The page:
1. Using enzymes to flush cannabis plants

Enzymes are not only protein building blocks for weed plants, but they also accelerate the decomposition of undissolved salts. An excellent tip is to try at least two different enzyme products. The more enzymes a grower can provide for the substrate and roots, the more your plants will thank them.

Enzymes are building blocks for proteins and actively break down organic matter. There are many benefits for growers who use enzymes not only during the flushing period but also throughout the seedling, vegetative, and flowering periods. Roots love a good enzyme wash and will produce a bright, healthy glow.

2. Identifying the harvest window

The day a grower decides to harvest their cannabis plants should be based not only on how many days are left to flush but also on trichome maturity, calyx development, trichome coverage, and terpene production. Aligning the flushing stage with the above traits will allow them to achieve the most significant yields possible.

Fourteen days is the most popular choice amongst growers; however, some find seven days of plain water work just fine. The flushing period should coincide with the strain’s flowering time. So, for example, if a grower is growing a strain with an expected flowering time of 8 weeks, the flush will occur after 6 to 8 weeks of flowering.

3. Optimal watering practices for healthy growth

Root rot occurs when the growing medium becomes too wet, and the oxygen levels around the roots become too low. As a result, aerobic bacteria infect the roots, leading to a world of problems. The best way to prevent root rot is to allow the growing medium to dry out again. Dry-back periods are the way to solve overwatered substrates.

The flushing weed myth debunked

A black sprinkler flushing cannabis plants growing in black pots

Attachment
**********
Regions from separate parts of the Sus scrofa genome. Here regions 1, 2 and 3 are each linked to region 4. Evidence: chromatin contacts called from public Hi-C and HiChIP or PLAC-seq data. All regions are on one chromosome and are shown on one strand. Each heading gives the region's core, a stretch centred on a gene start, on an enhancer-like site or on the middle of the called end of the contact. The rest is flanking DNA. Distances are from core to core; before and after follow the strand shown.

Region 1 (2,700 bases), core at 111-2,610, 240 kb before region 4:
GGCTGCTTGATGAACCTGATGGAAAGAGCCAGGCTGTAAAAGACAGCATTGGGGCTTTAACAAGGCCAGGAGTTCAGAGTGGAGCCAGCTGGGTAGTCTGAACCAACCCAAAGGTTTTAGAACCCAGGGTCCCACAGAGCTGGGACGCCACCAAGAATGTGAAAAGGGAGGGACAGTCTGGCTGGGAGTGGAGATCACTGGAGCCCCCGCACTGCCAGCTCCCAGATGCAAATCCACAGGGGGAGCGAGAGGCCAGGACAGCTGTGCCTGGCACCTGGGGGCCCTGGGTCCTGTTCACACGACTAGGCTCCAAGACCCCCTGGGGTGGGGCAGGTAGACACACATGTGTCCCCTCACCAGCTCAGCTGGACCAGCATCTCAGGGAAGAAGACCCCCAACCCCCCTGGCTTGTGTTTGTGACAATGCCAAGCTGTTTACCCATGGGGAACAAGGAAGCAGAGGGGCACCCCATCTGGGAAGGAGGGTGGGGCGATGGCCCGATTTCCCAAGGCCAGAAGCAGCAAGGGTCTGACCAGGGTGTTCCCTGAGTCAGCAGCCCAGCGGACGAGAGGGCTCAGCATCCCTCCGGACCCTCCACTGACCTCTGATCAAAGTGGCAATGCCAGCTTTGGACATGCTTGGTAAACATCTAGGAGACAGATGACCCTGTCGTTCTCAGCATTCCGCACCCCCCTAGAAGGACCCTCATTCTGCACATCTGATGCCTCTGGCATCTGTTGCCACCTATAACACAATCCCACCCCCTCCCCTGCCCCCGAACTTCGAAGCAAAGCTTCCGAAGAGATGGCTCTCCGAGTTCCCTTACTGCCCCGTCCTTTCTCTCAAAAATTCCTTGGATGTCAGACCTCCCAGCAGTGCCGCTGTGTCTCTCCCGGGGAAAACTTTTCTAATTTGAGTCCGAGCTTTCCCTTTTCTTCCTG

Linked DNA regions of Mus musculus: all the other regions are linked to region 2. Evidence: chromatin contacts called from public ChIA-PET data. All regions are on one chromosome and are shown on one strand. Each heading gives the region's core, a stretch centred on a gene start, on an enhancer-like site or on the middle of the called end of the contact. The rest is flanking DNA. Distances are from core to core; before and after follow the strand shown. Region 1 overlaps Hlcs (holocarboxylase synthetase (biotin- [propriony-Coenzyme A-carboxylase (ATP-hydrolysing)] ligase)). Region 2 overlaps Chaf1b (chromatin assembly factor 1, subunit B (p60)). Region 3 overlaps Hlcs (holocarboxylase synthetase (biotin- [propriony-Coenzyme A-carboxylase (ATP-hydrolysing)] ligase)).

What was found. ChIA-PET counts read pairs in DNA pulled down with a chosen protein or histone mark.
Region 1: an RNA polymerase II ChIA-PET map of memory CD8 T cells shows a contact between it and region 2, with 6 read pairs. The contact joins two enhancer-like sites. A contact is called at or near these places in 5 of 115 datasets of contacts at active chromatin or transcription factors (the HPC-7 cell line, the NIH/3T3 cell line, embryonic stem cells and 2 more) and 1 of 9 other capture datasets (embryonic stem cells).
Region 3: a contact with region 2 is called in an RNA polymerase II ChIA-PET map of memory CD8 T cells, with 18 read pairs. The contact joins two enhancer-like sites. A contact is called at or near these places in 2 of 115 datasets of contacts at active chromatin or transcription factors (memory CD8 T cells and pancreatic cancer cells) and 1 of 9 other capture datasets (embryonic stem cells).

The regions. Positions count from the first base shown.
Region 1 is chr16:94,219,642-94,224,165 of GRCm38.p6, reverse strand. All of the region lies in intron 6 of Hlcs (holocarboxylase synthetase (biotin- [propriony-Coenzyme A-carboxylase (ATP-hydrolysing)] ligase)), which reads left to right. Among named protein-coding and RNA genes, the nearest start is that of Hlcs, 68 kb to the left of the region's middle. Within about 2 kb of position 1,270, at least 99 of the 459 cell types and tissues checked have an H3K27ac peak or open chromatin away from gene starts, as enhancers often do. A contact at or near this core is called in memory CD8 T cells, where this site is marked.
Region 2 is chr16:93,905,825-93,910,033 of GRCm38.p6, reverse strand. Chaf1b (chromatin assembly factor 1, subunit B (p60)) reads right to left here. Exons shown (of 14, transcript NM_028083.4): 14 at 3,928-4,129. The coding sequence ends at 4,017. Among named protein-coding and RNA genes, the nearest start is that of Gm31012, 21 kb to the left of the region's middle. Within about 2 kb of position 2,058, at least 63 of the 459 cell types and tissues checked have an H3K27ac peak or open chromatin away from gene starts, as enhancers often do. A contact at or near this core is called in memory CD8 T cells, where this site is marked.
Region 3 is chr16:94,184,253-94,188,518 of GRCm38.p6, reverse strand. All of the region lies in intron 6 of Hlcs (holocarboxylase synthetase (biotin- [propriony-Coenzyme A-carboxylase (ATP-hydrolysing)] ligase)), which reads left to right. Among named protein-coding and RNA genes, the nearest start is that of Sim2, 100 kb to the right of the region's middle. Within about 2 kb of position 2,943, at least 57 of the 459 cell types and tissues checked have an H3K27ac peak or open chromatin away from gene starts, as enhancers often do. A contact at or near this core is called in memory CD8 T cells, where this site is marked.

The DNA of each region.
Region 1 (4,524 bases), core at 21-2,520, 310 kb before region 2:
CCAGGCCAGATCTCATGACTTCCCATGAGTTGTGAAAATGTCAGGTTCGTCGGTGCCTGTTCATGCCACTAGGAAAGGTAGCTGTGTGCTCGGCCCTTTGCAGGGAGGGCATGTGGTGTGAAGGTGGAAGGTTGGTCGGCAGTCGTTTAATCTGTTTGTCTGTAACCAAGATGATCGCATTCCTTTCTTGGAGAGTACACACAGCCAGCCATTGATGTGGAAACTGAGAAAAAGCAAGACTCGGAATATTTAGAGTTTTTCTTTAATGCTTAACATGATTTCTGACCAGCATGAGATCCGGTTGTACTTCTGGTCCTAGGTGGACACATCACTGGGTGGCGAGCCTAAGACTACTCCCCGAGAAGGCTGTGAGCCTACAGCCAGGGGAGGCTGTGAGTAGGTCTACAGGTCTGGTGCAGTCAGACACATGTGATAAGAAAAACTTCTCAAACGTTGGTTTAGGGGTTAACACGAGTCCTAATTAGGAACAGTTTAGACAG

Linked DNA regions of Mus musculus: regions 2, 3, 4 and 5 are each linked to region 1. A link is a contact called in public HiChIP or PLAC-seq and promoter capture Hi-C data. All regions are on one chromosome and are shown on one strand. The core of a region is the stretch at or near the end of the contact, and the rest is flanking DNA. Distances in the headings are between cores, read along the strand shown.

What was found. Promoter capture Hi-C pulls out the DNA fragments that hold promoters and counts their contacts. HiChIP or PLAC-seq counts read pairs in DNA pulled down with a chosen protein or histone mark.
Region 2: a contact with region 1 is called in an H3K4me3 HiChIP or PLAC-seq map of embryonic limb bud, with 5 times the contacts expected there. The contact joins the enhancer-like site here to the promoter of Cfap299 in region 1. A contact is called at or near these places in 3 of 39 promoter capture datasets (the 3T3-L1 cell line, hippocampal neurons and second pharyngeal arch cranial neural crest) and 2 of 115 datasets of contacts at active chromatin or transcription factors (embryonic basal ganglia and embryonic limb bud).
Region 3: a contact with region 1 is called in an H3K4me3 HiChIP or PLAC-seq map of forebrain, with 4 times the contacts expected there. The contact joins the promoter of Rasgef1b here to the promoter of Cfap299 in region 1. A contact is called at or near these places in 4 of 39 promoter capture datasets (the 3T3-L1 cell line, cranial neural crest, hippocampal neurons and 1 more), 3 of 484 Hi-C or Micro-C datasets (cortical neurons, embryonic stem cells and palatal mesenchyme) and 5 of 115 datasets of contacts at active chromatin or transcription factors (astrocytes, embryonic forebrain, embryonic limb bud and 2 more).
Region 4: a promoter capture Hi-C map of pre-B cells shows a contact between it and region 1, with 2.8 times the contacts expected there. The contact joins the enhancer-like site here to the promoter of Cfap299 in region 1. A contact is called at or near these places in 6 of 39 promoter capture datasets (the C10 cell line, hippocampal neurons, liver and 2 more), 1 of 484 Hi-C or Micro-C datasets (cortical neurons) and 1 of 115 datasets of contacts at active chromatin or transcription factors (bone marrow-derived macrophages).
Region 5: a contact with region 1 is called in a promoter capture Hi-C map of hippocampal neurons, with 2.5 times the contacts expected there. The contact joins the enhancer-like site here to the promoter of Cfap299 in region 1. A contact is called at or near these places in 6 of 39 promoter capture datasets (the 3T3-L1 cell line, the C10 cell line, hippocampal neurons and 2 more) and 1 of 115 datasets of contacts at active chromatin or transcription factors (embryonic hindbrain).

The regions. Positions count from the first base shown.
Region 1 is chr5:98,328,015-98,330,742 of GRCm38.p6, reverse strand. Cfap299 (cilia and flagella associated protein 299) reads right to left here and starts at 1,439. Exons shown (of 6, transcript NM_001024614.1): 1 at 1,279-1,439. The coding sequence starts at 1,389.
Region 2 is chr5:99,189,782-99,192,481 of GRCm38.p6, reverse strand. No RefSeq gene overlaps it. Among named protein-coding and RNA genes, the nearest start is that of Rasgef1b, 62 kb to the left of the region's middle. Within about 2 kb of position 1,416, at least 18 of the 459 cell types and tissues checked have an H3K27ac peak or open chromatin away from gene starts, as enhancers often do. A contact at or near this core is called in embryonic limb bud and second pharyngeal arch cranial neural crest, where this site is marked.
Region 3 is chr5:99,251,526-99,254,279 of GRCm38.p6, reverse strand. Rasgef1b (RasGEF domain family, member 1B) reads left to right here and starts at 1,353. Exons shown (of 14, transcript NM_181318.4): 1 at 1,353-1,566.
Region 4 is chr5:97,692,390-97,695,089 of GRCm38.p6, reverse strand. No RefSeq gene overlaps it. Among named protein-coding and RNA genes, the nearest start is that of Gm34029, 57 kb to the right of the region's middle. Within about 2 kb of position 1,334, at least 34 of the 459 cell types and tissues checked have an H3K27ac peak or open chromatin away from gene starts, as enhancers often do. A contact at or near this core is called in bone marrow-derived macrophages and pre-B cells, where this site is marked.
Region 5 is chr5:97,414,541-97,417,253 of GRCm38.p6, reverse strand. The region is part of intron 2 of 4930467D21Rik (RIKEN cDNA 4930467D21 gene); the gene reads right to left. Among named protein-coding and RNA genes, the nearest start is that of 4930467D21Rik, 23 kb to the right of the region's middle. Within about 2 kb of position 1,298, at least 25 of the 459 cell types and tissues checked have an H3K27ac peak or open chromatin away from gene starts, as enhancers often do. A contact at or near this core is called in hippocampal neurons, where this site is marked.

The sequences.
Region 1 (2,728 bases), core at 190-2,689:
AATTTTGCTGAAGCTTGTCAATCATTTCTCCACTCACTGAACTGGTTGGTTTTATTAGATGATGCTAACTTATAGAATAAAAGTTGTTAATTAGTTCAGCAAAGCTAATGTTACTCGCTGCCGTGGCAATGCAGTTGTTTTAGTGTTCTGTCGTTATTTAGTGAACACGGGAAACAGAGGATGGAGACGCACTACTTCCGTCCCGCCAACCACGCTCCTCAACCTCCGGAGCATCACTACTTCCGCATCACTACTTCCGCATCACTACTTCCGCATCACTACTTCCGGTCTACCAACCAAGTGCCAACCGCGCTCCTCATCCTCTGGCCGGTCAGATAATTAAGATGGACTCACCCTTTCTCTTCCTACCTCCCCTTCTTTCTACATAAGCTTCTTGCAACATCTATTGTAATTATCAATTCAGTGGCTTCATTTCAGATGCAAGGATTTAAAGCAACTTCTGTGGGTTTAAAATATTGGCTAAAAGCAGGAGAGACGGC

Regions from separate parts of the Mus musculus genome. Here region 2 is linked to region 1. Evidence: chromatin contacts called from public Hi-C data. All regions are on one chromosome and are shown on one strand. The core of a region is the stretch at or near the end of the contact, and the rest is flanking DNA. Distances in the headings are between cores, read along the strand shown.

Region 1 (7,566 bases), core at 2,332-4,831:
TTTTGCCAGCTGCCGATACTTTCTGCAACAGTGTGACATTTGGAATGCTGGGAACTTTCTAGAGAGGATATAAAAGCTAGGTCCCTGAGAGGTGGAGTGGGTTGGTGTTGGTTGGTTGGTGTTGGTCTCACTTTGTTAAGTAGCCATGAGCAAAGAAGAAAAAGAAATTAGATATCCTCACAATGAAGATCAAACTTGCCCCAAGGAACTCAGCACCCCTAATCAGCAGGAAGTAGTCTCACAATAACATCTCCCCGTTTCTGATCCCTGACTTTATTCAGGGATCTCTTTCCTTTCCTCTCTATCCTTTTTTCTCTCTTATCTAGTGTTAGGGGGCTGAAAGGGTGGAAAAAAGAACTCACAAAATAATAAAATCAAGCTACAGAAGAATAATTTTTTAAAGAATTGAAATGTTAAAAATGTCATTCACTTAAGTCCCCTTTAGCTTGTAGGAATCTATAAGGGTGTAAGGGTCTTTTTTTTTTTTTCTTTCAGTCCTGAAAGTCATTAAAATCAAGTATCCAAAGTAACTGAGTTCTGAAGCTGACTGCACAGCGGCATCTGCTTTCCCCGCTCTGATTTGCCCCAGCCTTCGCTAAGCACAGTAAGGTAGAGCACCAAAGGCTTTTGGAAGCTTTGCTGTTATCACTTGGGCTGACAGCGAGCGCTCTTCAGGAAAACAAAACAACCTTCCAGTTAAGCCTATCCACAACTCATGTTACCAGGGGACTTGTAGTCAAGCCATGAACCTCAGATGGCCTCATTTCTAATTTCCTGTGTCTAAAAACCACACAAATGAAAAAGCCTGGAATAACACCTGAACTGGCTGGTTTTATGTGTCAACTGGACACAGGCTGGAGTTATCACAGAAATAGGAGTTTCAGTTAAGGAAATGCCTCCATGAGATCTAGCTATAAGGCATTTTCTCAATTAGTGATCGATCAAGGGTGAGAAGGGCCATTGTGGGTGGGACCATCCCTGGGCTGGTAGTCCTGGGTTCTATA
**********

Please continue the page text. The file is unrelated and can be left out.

In 2020, RX Green Technologies conducted an in-house study to determine whether flushing plants affect cannabinoid production, yield, mineral content, and extract quality. Using a Cherry Diesel plant, the study involved flushing samples for zero days, one week, ten days, and 14 days.

The results showed a slight increase in THC levels and terpenes in the flushed samples, with no significant difference in mineral content. Interestingly, the 14-day flushed sample had the highest return on extracts, and the blind taste test resulted in an even score across the board, indicating no significant difference in taste.

At Sensi Seeds, we consider flushing to be a crucial and integral step in the growing process. By flushing the plants with plain water before the harvest, we can effectively remove any excess nutrients and salts from the plant’s system. This process helps to improve the overall quality of the final product, resulting in a smoother smoke and better flavour and aroma. Whenever we grow plants in our facilities for the purpose of creating a grow report, we apply flushing during the final grow stage as well.

Is flushing my weed plants essential?

Growers can debate for hours which flushing technique works best if one week or two is the way forward, and some believe flushing is not even necessary in the first place. However, after reading this article, you should be more than confident in understanding the importance of flushing weed means.

Flushing methods can vary among growers, so remain open-minded and choose what works best based on your skills and experience. Good luck mastering the flush game and growing the best crop possible!

  • Disclaimer:
    Laws and regulations regarding cannabis cultivation differ from country to country. Sensi Seeds therefore strongly advises you to check your local laws and regulations. Do not act in conflict with the law.

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    Sensi Seeds

    The Sensi Seeds Editorial team has been built throughout our more than 30 years of existence. Our writers and editors include botanists, medical and legal experts as well as renown activists the world over including Lester Grinspoon, Micha Knodt, Robert Connell Clarke, Maurice Veldman, Sebastian Maríncolo, James Burton and Seshata.